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Obama Must Act On Foreclosure Crisis, Democratic Senator Says

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OBAMA FORECLOSURE 2011
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WASHINGTON -- Sen. Jeff Merkley (D-Ore.) sent a letter to President Barack Obama on Tuesday urging him to address the nation's devastating foreclosure crisis as part of a new plan to create jobs.

"We can and should adopt an aggressive strategy to reduce foreclosures nationally," Merkley wrote. "There are as many as 5 million foreclosures anticipated to come -- this is a huge tragedy for individual families but it is also a drag on our communities and our economy."

Merkley's call to address foreclosures comes as Obama is poised to make what his administration is billing as a major new jobs initiative, with the nation continues to struggle with an unemployment rate over 9 percent.

The collapse of the housing bubble has left many families owing more on their mortgages than their homes are worth. As families struggle to pay their mortgages, they have less money to spend on other activities. This lack of spending, in turn, means businesses cannot sell as many products and are unable to hire more workers. A July 2010 report from the International Monetary Fund suggested that foreclosure problems added 1.25 points to the unemployment rate -- or more than 10 percent of the current unemployment rate.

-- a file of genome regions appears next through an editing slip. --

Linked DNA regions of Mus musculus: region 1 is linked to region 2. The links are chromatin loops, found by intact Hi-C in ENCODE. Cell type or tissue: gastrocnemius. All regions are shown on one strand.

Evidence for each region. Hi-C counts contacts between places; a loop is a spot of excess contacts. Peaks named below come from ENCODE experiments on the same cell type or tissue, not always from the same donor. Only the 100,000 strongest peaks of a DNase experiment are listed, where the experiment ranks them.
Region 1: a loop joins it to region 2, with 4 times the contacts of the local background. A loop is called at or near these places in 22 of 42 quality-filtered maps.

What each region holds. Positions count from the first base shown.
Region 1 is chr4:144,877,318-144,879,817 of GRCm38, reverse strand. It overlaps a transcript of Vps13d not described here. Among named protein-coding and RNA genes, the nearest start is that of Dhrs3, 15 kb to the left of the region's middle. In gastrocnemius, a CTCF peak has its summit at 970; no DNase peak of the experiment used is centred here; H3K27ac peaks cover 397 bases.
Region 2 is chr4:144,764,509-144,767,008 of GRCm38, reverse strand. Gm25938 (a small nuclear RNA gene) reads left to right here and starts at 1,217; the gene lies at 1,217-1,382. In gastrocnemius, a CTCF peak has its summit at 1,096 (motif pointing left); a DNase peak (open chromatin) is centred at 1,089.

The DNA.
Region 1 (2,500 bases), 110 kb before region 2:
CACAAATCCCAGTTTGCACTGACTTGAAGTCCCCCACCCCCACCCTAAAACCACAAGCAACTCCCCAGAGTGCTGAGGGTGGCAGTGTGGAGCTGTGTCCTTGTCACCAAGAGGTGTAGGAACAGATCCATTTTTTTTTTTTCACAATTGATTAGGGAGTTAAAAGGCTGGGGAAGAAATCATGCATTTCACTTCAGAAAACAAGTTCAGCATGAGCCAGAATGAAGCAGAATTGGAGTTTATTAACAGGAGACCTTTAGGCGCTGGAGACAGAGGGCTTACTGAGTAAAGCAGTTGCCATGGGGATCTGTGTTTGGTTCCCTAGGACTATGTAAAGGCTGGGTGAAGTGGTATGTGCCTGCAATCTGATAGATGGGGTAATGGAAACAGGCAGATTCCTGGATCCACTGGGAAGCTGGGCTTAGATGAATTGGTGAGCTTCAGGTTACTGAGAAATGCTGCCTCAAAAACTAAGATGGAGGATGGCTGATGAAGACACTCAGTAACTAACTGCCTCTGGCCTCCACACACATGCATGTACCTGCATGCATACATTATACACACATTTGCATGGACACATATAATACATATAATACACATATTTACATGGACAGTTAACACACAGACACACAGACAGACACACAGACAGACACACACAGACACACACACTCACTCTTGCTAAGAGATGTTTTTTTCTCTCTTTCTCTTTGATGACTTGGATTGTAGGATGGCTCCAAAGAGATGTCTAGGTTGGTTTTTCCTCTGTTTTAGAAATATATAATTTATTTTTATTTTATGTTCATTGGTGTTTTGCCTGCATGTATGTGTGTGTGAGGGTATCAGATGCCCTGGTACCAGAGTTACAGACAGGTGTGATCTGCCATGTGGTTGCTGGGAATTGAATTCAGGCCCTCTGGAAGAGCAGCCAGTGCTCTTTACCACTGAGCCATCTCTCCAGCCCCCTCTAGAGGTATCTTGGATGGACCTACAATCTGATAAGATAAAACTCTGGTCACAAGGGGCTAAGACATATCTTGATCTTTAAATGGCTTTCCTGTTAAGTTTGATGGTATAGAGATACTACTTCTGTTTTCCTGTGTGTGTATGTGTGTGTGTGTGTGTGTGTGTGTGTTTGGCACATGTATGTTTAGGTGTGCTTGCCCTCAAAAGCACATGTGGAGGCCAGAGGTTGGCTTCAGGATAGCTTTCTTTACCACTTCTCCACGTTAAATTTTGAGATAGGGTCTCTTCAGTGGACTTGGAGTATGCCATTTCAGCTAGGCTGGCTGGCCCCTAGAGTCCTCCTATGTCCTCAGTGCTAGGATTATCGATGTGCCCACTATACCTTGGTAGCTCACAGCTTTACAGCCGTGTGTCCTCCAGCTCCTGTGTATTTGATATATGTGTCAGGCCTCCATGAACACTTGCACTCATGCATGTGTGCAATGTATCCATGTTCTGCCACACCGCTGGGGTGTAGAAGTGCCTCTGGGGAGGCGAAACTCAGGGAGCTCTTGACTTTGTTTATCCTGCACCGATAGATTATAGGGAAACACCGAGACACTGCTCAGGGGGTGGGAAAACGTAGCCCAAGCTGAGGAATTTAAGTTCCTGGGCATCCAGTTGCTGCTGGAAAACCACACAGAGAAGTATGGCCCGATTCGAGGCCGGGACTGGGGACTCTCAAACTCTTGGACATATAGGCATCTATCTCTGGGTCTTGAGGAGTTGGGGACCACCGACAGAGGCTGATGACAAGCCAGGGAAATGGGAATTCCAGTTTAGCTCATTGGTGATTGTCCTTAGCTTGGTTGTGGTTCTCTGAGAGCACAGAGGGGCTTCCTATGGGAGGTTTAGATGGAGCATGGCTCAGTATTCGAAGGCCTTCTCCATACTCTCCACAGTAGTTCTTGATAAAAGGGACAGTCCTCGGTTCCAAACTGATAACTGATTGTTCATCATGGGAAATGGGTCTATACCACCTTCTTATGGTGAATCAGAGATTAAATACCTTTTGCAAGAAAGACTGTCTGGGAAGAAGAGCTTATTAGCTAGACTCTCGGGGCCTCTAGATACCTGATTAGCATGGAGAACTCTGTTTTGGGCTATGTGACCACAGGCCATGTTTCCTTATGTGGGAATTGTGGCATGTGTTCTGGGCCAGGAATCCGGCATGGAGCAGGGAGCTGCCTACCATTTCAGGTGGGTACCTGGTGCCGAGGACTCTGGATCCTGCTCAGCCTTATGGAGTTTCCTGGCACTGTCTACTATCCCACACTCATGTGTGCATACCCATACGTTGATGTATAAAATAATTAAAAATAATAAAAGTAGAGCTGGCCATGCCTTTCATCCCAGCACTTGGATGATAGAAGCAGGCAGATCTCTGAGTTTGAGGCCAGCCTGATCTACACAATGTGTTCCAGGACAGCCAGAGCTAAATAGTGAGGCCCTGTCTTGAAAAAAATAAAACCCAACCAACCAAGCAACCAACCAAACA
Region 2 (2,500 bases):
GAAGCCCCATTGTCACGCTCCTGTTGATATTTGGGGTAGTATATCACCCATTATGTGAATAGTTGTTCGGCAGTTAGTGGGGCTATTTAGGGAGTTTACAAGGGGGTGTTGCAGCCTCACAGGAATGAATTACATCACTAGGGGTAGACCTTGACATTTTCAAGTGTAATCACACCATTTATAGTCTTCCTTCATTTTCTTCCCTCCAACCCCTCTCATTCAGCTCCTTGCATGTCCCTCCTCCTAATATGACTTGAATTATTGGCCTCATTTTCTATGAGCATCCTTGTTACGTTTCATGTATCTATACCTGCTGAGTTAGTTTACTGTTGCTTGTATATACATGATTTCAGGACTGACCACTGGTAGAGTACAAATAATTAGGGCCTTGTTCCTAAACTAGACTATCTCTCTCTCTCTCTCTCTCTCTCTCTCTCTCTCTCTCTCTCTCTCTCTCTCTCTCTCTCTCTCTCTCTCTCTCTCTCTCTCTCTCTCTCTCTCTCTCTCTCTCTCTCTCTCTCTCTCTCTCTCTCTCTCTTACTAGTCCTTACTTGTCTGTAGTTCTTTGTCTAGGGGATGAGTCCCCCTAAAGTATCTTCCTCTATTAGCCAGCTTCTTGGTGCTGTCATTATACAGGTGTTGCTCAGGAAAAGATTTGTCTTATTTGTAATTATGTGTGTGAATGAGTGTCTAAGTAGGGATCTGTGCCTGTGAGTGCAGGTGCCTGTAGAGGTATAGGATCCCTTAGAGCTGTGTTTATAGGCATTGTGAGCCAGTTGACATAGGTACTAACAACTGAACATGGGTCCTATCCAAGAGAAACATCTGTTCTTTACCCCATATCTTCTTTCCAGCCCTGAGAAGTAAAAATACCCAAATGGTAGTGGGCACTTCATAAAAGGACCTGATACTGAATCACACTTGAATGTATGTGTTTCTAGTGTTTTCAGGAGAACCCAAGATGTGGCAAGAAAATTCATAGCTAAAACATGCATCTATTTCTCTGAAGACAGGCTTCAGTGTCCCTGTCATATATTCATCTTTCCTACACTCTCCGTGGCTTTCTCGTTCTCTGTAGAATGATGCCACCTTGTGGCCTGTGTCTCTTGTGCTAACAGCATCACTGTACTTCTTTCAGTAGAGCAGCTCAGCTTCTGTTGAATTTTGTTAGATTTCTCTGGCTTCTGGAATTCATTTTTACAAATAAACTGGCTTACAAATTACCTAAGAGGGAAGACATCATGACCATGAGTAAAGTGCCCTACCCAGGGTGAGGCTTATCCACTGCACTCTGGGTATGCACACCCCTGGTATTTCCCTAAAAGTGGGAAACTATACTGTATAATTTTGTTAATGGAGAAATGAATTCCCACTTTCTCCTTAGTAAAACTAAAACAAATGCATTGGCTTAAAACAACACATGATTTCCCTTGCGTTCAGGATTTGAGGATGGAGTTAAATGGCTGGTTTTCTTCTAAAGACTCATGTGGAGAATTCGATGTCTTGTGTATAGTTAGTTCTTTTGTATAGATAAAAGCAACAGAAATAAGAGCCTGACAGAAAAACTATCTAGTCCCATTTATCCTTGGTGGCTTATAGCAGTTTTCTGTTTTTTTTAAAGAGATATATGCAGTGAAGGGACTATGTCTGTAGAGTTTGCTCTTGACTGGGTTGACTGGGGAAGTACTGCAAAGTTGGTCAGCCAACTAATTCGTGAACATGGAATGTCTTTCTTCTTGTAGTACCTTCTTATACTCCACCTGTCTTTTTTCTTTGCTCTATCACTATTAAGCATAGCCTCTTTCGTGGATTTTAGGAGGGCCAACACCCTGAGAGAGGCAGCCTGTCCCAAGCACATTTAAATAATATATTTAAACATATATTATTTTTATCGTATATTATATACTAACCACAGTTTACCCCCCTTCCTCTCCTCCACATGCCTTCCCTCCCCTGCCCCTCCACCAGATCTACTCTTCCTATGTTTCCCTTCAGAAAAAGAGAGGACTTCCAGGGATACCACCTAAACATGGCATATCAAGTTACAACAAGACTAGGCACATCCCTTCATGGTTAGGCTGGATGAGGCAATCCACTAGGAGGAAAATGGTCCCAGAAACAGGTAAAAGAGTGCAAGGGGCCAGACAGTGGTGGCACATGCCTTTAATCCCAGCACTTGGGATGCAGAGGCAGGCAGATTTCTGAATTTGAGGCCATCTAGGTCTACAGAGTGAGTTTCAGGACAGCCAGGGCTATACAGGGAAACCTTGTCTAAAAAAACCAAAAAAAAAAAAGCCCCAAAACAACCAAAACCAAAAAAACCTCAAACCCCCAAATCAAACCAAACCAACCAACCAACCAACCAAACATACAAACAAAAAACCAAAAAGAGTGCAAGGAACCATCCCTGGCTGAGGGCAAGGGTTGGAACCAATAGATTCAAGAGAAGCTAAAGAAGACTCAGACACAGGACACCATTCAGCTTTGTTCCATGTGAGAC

In his letter, Merkley specifically suggested three policies designed to curb foreclosures and applauded Obama for vowing to "go back to the drawing board" on housing policies which have failed to stem the tide of foreclosures since Obama took office. Foreclosures accelerated dramatically during the final years of the Bush administration and have remained high. Obama's signature foreclosure relief effort, the Home Affordable Modification Program (HAMP), is almost universally regarded as a disastrous failure.

Among the policies Merkley advocate for was the "right to rent" proposal developed by economist Dean Baker from the Center on Economic and Policy Research. Baker suggested giving foreclosed families a right to rent their homes at market rates for several years after their bank seized their home. Banks are generally reluctant to act as landlords, so the plan would encourage banks to work out affordable mortgage modifications with troubled borrowers. Merkley also suggested implementing new refinancing initiatives for borrowers who owe more than their homes are worth.

Merkley previously called on Obama to beef up the administration's anti-foreclosure efforts before this year's State of the Union address, asking the president to roll out new policies in his speech. Obama introduce any new initiatives during the speech.

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